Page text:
Based only on its appearance in imagery, this program uses close-range 3D terrain analysis to produce training data sufficient to estimate the traversability of terrain beyond 3D sensing range. This approach is called learning from stereo (LFS). In effect, the software transfers knowledge from middle distances, where 3D geometry provides training cues, into the far field where only appearance is available. This is a viable approach because the same obstacle classes, and sometimes the same obstacles, are typically present in the mid-field and the far-field. Learning thus extends the effective look-ahead distance of the sensors.
The baseline navigation software architecture in both the LAGR (Learning Applied to Ground Robotics) and MTP (Mars Technology Program) programs operates so that stereo image pairs are processed into range imagery, which is then converted to local elevation maps on a ground plane grid with cells roughly 20-cm square covering 5 to 10 m in front of the vehicle, depending on camera height and resolution. The image and the map are the two basic coordinate systems used, but only pixels with nonzero stereo disparity can be placed into the map. Geometry-based traversability analysis heuristics are used to produce local, grid-based, ‘traversability-cost’ maps over the local map area, with a real number representing traversability in each map cell. The local elevation and cost maps are accumulated in a global map as the robot drives. Path planning algorithms for local obstacle avoidance and global route planning are applied to the global map. The resulting path is used to derive steering commands sent to the motor controllers.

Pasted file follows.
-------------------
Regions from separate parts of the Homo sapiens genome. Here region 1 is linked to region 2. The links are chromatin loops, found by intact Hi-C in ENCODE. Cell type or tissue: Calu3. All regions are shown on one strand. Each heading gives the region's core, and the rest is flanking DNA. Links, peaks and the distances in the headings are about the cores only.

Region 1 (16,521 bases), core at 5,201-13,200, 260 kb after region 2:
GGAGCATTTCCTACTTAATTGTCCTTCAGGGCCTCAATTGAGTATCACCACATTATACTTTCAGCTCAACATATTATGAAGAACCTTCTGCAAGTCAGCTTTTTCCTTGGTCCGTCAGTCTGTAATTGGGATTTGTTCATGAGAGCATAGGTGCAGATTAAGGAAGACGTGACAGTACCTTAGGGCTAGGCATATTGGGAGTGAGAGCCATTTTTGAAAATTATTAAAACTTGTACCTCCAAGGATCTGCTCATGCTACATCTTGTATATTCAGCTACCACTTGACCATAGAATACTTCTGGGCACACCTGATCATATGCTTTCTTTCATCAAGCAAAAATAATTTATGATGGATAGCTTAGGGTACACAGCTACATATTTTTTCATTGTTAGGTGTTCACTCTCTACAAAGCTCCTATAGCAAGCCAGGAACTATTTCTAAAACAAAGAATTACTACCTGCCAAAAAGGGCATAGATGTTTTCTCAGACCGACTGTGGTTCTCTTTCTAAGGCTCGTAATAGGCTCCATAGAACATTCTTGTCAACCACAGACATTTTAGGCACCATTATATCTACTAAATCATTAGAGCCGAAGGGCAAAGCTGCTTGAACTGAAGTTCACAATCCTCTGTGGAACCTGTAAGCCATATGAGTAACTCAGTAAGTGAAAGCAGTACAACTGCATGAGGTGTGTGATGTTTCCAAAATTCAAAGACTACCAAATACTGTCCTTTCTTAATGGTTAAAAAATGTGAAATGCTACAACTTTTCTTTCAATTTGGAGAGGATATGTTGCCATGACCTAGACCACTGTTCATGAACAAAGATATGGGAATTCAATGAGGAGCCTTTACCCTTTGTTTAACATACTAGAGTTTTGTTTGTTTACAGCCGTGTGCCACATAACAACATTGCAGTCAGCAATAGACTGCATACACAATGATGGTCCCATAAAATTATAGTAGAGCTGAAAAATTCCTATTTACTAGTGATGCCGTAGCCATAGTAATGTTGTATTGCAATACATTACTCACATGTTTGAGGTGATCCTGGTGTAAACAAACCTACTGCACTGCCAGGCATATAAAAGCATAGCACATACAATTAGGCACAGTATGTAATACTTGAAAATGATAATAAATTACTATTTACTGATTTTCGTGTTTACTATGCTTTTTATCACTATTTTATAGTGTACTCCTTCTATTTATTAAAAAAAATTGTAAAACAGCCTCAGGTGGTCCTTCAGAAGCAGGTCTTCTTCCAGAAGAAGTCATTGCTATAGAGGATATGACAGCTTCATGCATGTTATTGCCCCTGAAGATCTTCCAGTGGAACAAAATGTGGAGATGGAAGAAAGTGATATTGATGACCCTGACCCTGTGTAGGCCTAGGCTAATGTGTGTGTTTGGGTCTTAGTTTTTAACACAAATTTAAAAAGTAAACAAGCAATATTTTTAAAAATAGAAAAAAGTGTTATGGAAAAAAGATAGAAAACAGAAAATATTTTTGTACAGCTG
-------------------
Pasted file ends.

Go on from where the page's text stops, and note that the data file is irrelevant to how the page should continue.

The software (training set selection, classifier training, and image classification) runs in real time at about 3 Hz on a 2-GHz processor, and the type of “image appearance features” is user-configurable. Basic RGB (red-green-blue) features, or their powers, or separable textures or within-patch color histograms can be used in any combination. All of these methods run in real time. The software can work in two modes: purely online or by using a fixed, previously-learned classifier. To learn the classifier, a cumulative-training mode is built in which training data across an entire run accumulates, learns a model at the end of the run, and saves the model to a reusable configuration file. The cumulative training mode can run alongside the online classification mode. One of two classification modes can be used: A linear discriminant (LDA)-based method, or a linear support vector machine (SVM) classifier.
This work was done by Michael Turmon, Benyang Tang, Andrew Howard, and Max Bajracharya of Caltech for NASA’s Jet Propulsion Laboratory.